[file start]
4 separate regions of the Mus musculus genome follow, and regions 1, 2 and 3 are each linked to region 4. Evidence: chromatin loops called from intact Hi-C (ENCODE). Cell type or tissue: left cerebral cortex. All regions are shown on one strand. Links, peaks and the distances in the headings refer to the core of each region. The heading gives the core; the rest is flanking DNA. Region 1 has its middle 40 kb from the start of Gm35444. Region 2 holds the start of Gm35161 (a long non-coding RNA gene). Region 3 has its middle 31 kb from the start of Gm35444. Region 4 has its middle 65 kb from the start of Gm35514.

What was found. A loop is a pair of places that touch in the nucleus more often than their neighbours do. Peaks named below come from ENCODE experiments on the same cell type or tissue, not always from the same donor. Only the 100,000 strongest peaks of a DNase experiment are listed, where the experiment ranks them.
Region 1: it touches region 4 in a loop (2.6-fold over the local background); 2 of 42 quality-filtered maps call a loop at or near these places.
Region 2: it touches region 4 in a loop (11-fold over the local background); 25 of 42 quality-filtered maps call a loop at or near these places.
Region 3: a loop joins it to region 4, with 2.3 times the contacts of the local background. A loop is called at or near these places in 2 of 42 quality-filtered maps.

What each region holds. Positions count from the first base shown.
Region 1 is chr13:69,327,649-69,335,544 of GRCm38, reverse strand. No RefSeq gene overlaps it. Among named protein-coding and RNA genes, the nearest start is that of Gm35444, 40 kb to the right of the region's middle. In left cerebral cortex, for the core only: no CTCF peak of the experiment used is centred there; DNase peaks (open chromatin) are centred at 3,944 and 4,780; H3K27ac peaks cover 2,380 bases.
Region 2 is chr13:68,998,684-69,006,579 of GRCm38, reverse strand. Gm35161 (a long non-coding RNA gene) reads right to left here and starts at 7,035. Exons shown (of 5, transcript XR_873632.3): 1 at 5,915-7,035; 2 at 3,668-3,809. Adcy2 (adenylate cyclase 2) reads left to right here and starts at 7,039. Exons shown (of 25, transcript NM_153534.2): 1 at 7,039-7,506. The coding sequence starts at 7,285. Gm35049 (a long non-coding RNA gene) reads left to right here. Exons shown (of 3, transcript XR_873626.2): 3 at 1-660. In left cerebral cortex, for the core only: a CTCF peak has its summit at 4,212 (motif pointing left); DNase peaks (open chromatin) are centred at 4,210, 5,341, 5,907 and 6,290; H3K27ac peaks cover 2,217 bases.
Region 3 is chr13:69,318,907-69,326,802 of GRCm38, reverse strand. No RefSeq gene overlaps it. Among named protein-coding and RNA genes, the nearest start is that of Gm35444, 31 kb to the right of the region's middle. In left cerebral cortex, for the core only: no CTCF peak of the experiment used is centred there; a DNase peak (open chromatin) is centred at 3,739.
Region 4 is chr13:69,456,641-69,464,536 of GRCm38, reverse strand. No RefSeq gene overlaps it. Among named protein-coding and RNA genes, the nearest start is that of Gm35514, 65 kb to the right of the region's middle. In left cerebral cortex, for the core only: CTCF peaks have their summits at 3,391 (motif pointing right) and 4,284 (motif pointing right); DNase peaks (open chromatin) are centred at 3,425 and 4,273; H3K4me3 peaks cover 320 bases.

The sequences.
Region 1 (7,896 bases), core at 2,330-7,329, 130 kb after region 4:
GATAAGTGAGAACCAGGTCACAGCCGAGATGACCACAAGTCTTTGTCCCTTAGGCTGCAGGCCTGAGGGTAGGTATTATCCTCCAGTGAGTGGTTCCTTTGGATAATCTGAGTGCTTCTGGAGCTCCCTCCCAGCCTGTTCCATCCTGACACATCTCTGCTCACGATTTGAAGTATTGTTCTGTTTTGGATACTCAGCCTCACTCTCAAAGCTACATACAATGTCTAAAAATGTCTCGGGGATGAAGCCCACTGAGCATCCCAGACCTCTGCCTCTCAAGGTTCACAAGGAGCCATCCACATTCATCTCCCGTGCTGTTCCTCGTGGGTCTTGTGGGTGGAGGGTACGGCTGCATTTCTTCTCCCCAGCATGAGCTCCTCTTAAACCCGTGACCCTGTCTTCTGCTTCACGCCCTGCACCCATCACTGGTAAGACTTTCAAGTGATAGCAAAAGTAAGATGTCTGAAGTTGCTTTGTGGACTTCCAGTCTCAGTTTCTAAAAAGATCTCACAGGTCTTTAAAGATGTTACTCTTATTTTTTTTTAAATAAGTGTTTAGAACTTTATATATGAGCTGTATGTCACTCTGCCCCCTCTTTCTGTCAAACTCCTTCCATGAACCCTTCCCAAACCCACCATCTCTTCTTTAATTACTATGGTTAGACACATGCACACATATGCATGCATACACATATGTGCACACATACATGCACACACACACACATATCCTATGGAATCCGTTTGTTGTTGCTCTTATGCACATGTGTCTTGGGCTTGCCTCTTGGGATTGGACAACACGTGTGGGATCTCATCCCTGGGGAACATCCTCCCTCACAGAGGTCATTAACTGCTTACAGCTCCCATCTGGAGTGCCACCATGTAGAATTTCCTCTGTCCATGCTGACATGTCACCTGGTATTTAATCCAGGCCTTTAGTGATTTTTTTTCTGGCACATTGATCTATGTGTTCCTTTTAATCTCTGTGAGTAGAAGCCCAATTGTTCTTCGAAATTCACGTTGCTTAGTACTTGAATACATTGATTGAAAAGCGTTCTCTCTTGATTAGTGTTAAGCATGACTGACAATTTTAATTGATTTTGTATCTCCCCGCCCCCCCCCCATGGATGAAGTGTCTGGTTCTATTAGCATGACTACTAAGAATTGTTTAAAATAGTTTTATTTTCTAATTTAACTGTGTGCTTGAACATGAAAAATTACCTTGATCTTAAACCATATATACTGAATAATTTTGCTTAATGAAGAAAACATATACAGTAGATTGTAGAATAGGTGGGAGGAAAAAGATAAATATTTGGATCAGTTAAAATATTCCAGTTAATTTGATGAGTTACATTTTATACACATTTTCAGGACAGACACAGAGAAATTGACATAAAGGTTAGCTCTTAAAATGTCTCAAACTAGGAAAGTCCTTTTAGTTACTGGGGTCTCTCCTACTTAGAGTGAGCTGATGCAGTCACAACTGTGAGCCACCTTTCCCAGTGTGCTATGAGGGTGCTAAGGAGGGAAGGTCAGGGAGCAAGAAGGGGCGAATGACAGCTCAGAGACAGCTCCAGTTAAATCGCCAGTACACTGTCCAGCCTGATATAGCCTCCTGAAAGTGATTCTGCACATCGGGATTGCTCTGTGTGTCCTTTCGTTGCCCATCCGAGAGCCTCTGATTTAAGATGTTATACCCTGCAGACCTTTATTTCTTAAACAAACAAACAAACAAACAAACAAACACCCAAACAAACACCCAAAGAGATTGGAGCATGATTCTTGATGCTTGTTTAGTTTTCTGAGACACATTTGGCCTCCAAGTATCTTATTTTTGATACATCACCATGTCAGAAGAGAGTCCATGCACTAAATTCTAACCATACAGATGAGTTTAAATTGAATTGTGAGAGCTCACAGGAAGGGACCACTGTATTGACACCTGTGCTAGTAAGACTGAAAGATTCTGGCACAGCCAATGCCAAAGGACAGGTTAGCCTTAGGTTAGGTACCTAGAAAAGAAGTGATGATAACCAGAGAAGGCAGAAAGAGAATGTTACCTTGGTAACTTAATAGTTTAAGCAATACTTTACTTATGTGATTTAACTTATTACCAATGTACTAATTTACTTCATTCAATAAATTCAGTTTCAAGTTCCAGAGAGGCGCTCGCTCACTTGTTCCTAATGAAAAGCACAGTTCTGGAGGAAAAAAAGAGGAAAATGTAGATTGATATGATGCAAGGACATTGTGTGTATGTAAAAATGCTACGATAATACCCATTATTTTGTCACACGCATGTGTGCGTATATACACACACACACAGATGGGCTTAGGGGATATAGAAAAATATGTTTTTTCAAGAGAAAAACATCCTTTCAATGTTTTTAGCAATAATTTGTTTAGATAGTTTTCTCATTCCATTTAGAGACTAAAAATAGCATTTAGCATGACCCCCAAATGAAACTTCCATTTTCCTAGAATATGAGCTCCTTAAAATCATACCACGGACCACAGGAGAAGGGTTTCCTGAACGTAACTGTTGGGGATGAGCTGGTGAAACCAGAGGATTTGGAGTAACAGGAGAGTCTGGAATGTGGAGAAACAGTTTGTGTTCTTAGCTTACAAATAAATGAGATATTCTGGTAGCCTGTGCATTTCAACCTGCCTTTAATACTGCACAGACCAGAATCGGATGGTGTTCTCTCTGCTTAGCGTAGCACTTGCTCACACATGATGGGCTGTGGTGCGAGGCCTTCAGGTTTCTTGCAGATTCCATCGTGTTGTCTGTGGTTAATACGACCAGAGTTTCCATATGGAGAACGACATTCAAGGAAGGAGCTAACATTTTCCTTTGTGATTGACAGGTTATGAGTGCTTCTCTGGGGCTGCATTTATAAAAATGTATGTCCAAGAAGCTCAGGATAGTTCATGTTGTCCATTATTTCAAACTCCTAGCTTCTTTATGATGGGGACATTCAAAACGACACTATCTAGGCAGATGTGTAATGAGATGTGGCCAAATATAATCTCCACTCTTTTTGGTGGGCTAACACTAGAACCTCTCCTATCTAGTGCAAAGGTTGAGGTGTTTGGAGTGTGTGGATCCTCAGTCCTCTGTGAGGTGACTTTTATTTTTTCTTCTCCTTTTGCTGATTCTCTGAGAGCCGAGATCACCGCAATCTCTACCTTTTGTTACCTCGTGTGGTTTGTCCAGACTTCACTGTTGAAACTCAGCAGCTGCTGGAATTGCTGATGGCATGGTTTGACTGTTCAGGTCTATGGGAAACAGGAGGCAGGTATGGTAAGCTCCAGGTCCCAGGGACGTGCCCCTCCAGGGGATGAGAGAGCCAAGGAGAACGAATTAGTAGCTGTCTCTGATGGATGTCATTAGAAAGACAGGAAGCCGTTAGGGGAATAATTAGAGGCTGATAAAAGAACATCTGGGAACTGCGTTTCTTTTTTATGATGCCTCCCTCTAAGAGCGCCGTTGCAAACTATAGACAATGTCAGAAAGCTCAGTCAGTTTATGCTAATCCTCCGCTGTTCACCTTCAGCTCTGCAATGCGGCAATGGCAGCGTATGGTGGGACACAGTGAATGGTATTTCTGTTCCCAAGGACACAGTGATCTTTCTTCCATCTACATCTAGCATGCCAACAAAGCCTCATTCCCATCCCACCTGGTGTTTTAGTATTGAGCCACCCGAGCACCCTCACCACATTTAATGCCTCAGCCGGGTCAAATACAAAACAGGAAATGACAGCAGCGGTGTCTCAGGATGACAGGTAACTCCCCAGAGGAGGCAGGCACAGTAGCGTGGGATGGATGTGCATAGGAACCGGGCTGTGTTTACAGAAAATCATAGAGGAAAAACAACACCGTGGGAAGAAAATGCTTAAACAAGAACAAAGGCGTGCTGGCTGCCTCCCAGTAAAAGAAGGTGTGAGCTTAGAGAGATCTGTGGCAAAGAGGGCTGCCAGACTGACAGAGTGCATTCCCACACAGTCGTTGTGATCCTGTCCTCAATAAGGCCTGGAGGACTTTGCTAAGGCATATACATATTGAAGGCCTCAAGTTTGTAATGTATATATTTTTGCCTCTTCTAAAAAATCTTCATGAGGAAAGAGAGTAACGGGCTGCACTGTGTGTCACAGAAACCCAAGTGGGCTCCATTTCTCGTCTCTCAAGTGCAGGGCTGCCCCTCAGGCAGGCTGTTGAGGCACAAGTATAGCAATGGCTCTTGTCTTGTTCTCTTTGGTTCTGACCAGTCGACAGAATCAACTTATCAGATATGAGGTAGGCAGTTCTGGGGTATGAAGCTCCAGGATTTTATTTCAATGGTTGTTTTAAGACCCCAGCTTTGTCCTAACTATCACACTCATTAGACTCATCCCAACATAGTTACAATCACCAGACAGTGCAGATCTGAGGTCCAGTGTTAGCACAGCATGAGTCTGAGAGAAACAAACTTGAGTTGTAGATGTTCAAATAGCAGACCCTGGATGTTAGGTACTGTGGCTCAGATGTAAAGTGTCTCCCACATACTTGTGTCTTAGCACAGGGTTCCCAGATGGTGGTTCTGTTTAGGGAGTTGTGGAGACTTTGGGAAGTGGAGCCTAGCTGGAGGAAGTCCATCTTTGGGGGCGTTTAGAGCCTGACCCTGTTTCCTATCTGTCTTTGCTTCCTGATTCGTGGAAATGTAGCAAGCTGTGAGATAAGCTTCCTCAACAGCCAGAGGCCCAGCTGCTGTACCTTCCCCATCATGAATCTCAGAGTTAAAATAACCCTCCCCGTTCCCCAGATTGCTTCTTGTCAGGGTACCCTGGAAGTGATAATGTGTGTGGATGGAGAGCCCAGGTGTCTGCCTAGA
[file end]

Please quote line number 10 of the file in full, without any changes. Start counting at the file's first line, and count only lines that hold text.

Region 4 is chr13:69,456,641-69,464,536 of GRCm38, reverse strand. No RefSeq gene overlaps it. Among named protein-coding and RNA genes, the nearest start is that of Gm35514, 65 kb to the right of the region's middle. In left cerebral cortex, for the core only: CTCF peaks have their summits at 3,391 (motif pointing right) and 4,284 (motif pointing right); DNase peaks (open chromatin) are centred at 3,425 and 4,273; H3K4me3 peaks cover 320 bases.